Here is the TCK art gallery – Connection. A massive thanks to the contributors who have done a fabulous job. Click on each piece to learn more about it and see it in greater detail. Please leave comments and questions you may have for the fantastic artists who have taken part. Late entries are still accepted for anyone who functions on African time like myself.
We asked Cultural Consultant and TCK expert Tanya Crossman to pick out some of her favourite pieces . Below are the four she chose and a wee bit explaining what she enjoyed about them.
‘Tell me “사랑해”‘ is a wonderful exploration of how we express love, in words and action. Mel pours a bittersweet beauty onto the page: the desire to be loved in the cultural way with which we identify, mixed with the acknowledgement of love expressed another way.
In “Conflicted Connection” Segyo beautifully captures the tentative “rewiring” of repatriation. Her moving box travels across the page, depositing her in a new and yet traditional place. The doors are open as she considers stepping out of her box. A feeling many of us can relate to, I’m sure!
I love Jaree’s piece. It’s a beautiful work, exquisitely captured and full of colour. The story behind it, however, is what really brings it to life for me. It helps me understand that through this work, the artist is bridging worlds, seeing relationships expand and stretch and include even through distance. So very, very TCK.
The anonymous poem “Bridge” is a great meditation expounding on and expanding a single theme. Acknowledging the WORK that goes into building bridges – engineering and schematics – and how it can be tiring, even lonely, at times. But also, how precious the connections can be.
Connection – TCK Art Gallery 2021
A Rather Content Chameleon
“In all honesty, this watercolor was a gift for a dear friend who was moving off to college and leaving me behind. *tears* This friend is also accompanying me on a trip to my home in Songea, Tanzania this summer. Significantly, this will be her first trip overseas and as I write this, she is waiting for her passport to be processed. What an exciting time!
I love the simple fact that I am able to connect a dear friend to a dear place in my heart that not many get to see. Thus is the life of a TCK: so connected to a myriad of different places and people while simultaneously disconnected to each of those places and wondering where we belong all the while.” – Jaree Bell
“Tell Me 사랑해” encapsulates the connection that I have with Korean family members whose ways of showing love are so different than what I have been accustomed to over the past decade or so. Having grown up as a Korean TCK at an American boarding school and then having lived in the U.S. for almost 10 years, my views on how to show and receive love have become very westernized. I have to remind myself that the connection and the bond that I have with my Korean family is stronger than through the words, “사랑해” (I love you).” – Melanie Hyo-In Han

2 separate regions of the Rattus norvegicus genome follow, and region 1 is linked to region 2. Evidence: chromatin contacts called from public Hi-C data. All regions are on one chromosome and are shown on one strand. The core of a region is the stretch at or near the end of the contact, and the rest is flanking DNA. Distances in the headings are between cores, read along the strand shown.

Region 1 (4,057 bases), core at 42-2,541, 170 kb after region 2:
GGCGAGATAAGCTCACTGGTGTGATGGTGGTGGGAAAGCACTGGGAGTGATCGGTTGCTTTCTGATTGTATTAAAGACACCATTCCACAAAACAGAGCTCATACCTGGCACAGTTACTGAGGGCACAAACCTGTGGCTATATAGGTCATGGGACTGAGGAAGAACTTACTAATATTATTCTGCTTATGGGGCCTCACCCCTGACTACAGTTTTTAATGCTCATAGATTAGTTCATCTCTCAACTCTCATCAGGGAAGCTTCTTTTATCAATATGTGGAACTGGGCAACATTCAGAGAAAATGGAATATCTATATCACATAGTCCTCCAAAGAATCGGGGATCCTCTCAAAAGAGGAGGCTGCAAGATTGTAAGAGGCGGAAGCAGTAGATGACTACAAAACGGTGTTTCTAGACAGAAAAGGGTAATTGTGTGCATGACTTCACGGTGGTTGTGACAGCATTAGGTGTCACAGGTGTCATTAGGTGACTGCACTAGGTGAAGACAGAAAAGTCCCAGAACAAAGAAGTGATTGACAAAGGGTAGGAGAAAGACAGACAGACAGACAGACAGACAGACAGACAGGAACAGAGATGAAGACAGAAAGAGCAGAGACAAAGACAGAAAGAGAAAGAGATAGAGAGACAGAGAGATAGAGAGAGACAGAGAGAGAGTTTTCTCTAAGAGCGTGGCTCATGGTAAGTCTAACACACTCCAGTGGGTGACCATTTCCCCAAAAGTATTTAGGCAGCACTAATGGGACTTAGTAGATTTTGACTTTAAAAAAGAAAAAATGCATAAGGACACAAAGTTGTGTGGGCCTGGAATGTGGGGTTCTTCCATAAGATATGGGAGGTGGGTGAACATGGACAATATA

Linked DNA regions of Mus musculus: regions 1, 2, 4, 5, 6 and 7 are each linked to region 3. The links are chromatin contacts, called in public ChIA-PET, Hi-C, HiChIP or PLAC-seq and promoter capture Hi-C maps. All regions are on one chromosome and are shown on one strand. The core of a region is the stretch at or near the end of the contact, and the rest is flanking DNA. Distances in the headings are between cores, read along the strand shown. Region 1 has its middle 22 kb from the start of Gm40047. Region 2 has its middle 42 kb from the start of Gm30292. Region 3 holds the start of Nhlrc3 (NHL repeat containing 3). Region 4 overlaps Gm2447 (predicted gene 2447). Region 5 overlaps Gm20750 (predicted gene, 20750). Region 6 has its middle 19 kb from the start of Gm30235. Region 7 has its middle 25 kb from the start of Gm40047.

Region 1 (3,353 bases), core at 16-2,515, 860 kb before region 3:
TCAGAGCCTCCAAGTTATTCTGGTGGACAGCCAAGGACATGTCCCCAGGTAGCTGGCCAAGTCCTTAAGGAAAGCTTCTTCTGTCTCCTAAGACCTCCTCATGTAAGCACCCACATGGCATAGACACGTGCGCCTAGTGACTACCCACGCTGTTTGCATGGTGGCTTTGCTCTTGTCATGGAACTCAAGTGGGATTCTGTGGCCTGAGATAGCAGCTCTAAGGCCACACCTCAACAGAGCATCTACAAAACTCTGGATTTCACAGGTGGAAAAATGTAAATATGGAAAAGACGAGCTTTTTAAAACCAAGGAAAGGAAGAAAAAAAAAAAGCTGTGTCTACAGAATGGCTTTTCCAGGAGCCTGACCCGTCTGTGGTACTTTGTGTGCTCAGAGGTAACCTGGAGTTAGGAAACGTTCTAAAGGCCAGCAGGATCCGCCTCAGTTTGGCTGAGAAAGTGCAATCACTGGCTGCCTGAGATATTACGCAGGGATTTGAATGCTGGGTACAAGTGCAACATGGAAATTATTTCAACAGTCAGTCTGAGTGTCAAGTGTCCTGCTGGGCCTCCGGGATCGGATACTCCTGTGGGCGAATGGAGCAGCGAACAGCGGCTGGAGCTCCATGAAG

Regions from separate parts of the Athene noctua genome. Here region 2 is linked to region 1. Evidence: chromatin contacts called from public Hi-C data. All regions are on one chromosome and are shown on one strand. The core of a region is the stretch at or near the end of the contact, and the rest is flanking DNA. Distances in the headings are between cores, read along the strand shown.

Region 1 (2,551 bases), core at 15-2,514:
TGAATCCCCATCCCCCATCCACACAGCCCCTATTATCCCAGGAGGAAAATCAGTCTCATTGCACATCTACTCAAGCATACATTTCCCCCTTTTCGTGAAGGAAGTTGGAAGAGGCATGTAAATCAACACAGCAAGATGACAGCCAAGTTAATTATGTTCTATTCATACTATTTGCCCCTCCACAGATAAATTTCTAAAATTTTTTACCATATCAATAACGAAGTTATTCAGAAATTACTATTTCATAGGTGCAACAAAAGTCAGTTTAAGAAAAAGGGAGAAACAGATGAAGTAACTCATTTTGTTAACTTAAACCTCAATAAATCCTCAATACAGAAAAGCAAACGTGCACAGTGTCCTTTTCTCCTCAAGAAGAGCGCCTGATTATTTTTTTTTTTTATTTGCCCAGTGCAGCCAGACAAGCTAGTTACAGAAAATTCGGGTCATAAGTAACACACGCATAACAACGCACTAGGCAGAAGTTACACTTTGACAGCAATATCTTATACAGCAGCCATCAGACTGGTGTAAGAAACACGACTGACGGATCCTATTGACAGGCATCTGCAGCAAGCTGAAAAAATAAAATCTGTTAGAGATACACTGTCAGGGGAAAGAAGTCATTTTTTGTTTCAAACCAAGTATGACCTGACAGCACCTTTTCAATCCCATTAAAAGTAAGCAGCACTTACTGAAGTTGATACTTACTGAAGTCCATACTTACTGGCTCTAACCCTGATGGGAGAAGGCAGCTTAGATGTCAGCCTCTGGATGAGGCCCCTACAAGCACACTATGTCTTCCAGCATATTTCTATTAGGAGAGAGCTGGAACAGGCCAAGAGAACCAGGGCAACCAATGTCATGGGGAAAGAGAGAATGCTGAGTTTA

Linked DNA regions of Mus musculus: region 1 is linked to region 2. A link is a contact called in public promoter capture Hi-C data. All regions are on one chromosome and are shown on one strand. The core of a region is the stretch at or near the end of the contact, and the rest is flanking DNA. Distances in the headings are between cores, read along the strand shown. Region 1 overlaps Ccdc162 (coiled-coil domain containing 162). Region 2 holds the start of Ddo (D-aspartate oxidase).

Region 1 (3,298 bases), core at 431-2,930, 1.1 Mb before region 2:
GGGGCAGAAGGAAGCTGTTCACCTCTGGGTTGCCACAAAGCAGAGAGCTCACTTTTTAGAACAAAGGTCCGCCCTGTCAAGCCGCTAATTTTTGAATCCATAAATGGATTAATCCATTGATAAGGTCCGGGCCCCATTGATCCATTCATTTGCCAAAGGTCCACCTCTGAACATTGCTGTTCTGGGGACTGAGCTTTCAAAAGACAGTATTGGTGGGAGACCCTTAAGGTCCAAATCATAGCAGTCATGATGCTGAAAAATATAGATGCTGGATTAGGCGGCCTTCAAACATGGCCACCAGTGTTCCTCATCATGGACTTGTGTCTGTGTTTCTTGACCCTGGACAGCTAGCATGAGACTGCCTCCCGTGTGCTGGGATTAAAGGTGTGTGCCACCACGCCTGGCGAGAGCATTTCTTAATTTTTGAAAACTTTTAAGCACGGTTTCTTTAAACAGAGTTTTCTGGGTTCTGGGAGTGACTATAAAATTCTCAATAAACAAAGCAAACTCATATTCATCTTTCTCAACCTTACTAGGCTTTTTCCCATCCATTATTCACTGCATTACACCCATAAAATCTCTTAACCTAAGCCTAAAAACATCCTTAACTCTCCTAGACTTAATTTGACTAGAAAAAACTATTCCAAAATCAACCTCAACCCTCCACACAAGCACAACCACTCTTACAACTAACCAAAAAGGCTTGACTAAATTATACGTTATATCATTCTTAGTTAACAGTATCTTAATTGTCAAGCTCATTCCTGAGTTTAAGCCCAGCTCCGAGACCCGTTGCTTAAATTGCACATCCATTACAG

“A connection from the heart that helps us all grow in love which makes the world a better place. The feeling of acceptance and love when we reach out to each other regardless of age, ethnic backgrounds, or social status.” – Anonymous
“Connection for me is when souls touch, minds are accepting and friendships begin to blossom. When someone starts to know me and accepts me for who I am and the past which lives within. One way I enjoy sharing my mix of cultures with my friends and family is through food. This painting has coriander seeds which are delicious in one’s cup of chai. Stay awhile and I’ll serve up some traditional stew as well. Come connect with me and I will share with you from my soul.” – Anonymous
Title: Conflicted Connection
“I’m back in Korea, my passport country, and connection is complicated. I’m physically here with parts of me elsewhere in the world. Certain beings of myself stuck at airports where I said countless hellos and goodbyes. Certain parts of me here in Korea, but scared to come out of a box. In a country that I once disliked, I’m slowly rewiring myself to see the beauty of Korea and finding my own connections. Conflicting thoughts of rejection, fear that I will love it, fear that I will belong, these are all thoughts of a TCK trying to make connections.” – Segyo Oh
“I wrote this poem when I first moved to Chicago back in fall of 2019. Amidst the loneliness I felt and my longing for connection, I began to notice how many homeless individuals I would encounter on my trips to and from grad school. At this point, I thought to myself, “Aren’t I homeless in a way?”. Growing up as a TCK, I have travelled so much that at this point it’s hard to say where I’m from. As I pondered on this realization, I began to feel a sense of connection with homeless individuals and how we both long for connection, despite being uprooted. Yet, there were still times when I avoided interacting with homeless individuals. This poem was my attempt to bridge this distance to be able to better connect with the homeless population in Chicago.” – Robert Turk https://robertturk.wixsite.com/t-h-e-c-e
“The garden” immediately evokes the Garden of Eden, the untainted paradise precedent to the fall of humanity and corruption of the world, and from where Adam and Eve were expelled.
A significant part of my developmental years took place in an Edenesque, rather reclusive place. I was witness to the long, taxing process of construction my dad went under. The fruition of his labor was an organic sanctuary to which I could return to after school. Now it’s impossible to return to her embrace of nourishment and consolation, however she is with me, immortalized in my mind. – Seoyoung Je-
Thanks so much to all the contributors! Please leave a comment telling them how great they all are.